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Hi

Now I know this will be a bit of a contentious issue but I am raising it for a couple of reasons. As a consumer of these DCC products I want the best possible price and job done. I come from a manufacturing background and understand the cost of a one off. "Not cheap" Having looked at the pricing for decoder installs I think we are getting a good deal. A very good deal in fact. They take a lot of risks, damage to loco body, decoder etc. It is a pain taking some of these loco's out of a box let alone pulling them apart.

When it comes to the real specialized work where you have to heavily modify a loco and not have it show, how much is this really worth. When a loco goes up on a mill to be machined, and if it is the first one you have done, how do you know how to price this?

When we agree on a price for the install do we really know how much work goes in? In a way I am lucky I have seen Richard for example spend over 1/2 hour on one of my steam loco's watching it go up and down the track adjusting cv's just to get the right chuff rate, speed curve etc. Now that has got to eat into the profits when you sell a sound decoder. It may be part of the great service.

I for one think we don't pay enough for the specialized installs and if people have a difficult loco or whatever they should be prepared to pay a fair and reasonable price.

Maybe in this DCC age the loco is only 1/2 the cost and you got to be prepared to shell out if you want the works.

Your thoughts on this subject.

m
 

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I hope you're not encouraging Richard to put his prices up?


Some locos are a real hassle to do installs on and time is a factor. I have limited time to work on my layout so when I know a job is going to be time consuming I tend to pay for it to get done, so I can work on the things that I enjoy doing. If you think about it in terms of an hourly rate then the rates are generally reasonable although having said that there is a definate threshold of what I am prepared to pay.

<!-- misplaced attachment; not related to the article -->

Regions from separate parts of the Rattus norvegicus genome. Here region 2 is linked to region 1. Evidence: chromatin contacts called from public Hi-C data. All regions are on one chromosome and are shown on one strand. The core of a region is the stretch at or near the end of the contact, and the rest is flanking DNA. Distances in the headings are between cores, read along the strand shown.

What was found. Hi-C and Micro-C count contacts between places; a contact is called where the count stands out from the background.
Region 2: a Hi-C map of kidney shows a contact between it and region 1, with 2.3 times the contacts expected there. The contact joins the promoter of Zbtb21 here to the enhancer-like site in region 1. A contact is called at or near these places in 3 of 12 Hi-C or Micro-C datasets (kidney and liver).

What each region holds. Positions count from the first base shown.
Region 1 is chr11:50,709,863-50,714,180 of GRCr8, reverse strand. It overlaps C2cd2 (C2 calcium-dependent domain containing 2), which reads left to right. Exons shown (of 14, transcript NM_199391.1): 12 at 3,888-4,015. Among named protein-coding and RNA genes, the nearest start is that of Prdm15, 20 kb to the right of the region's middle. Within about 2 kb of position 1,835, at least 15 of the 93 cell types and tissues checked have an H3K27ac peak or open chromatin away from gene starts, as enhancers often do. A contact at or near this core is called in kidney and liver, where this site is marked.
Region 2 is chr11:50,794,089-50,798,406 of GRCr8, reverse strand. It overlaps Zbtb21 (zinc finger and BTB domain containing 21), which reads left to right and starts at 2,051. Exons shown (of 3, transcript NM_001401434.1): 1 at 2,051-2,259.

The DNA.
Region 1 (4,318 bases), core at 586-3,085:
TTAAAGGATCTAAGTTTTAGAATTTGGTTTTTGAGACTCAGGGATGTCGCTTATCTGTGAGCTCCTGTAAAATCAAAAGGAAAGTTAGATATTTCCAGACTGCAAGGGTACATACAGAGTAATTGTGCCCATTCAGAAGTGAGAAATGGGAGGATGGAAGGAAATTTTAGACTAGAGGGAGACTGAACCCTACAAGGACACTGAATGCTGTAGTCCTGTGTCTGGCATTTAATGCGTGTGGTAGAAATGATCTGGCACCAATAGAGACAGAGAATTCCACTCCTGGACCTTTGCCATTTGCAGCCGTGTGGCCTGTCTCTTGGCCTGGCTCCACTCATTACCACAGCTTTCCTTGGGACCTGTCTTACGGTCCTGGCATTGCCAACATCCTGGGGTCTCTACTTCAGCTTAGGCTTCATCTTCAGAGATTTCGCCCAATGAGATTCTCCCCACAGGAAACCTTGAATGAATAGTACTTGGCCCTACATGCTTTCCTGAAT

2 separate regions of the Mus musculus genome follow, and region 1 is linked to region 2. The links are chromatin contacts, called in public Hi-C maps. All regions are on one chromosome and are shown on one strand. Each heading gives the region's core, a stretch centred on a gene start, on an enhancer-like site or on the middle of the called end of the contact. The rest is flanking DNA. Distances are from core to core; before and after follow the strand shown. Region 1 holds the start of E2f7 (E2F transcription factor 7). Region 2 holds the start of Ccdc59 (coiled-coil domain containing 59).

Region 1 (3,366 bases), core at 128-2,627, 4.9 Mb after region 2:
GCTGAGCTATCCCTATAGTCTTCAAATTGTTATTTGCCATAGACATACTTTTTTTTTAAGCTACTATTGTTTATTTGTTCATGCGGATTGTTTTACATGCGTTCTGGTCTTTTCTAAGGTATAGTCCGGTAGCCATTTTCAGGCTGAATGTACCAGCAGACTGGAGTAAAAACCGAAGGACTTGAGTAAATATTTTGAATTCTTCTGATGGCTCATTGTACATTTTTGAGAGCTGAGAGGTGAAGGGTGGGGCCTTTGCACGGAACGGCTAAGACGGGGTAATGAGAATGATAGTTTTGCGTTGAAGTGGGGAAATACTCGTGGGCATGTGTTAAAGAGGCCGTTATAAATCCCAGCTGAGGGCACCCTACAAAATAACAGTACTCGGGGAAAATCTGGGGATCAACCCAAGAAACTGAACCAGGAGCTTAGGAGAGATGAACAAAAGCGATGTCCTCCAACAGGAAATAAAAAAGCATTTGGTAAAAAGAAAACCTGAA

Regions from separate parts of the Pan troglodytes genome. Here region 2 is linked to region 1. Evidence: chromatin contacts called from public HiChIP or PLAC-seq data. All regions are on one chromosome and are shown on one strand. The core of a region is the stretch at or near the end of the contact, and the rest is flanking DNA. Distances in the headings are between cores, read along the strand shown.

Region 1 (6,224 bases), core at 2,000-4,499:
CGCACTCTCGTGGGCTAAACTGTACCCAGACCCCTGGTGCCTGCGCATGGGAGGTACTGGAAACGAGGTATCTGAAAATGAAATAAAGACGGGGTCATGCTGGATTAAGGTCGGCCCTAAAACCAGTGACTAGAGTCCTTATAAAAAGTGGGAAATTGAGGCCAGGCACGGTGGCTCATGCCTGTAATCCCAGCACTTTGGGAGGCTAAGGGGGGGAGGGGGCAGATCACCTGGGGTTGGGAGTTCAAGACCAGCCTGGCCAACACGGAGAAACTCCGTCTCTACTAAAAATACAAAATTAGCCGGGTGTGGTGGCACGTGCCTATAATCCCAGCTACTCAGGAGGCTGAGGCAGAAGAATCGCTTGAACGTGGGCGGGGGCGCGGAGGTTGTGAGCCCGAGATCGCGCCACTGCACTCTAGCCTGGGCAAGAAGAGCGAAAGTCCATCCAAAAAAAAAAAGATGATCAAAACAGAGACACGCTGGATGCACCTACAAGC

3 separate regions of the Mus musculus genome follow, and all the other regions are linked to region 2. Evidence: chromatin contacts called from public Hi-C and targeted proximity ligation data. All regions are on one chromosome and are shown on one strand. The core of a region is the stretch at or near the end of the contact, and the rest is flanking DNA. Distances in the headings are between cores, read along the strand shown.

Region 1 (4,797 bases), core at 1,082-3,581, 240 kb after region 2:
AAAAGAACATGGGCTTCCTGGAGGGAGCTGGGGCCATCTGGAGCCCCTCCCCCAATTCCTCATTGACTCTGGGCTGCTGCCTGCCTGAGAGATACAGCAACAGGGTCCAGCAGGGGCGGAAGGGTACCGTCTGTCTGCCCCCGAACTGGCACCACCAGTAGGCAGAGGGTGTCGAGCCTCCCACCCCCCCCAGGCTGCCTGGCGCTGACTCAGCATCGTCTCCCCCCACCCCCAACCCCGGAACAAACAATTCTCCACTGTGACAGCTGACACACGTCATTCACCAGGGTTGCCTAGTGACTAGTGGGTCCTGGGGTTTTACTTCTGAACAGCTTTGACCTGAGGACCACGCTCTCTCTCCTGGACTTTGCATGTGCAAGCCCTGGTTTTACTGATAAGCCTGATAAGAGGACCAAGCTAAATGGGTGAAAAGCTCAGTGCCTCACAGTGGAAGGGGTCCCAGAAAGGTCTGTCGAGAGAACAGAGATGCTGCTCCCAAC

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Just another modeller
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QUOTE (neil_s_wood @ 28 Jul 2008, 06:47) <{POST_SNAPBACK}>I hope you're not encouraging Richard to put his prices up?


Some locos are a real hassle to do installs on and time is a factor. I have limited time to work on my layout so when I know a job is going to be time consuming I tend to pay for it to get done, so I can work on the things that I enjoy doing. If you think about it in terms of an hourly rate then the rates are generally reasonable although having said that there is a definate threshold of what I am prepared to pay.

***LOL - I wish :) :). No, I don't think thats Martins objective here. His point is that a professional job takes time - its the same with anything, for example with high end car stereo, a good install takes 40+ hours, and the difference between a bad quick install and a proper job is huge in sound quality achieved.... so the overall budget is indeed "double the cost of the gear " in may cases.

In terms of hourly rates, DCC install is WAY undercharged - it costs $100 an hour for a spotty teenage apprentice to look at your BMW and do bugger all except tickle a computer... I doubt if I really charge more than $20 an hour when time actually consumed by doing each install properly is taken into acount.... especially when the needed "rebuilding" of many supposedly good loco's is accounted for!

With DCC installs - The biggest issue isn't the things I know need to be done when I tackle an install, its the "invisibles" -

Two quick examples:

(1) last week, I did a new Bachmann Jubilee.

The owner told me he thought it'd be DCC sound ready but it wasn't - same old Fowler tender with no pickups and no holes for the speaker.... but that wasn't the problem - when I pre-tested it, it ran like a drunken sailor, loping along with a tight spot once per revolution.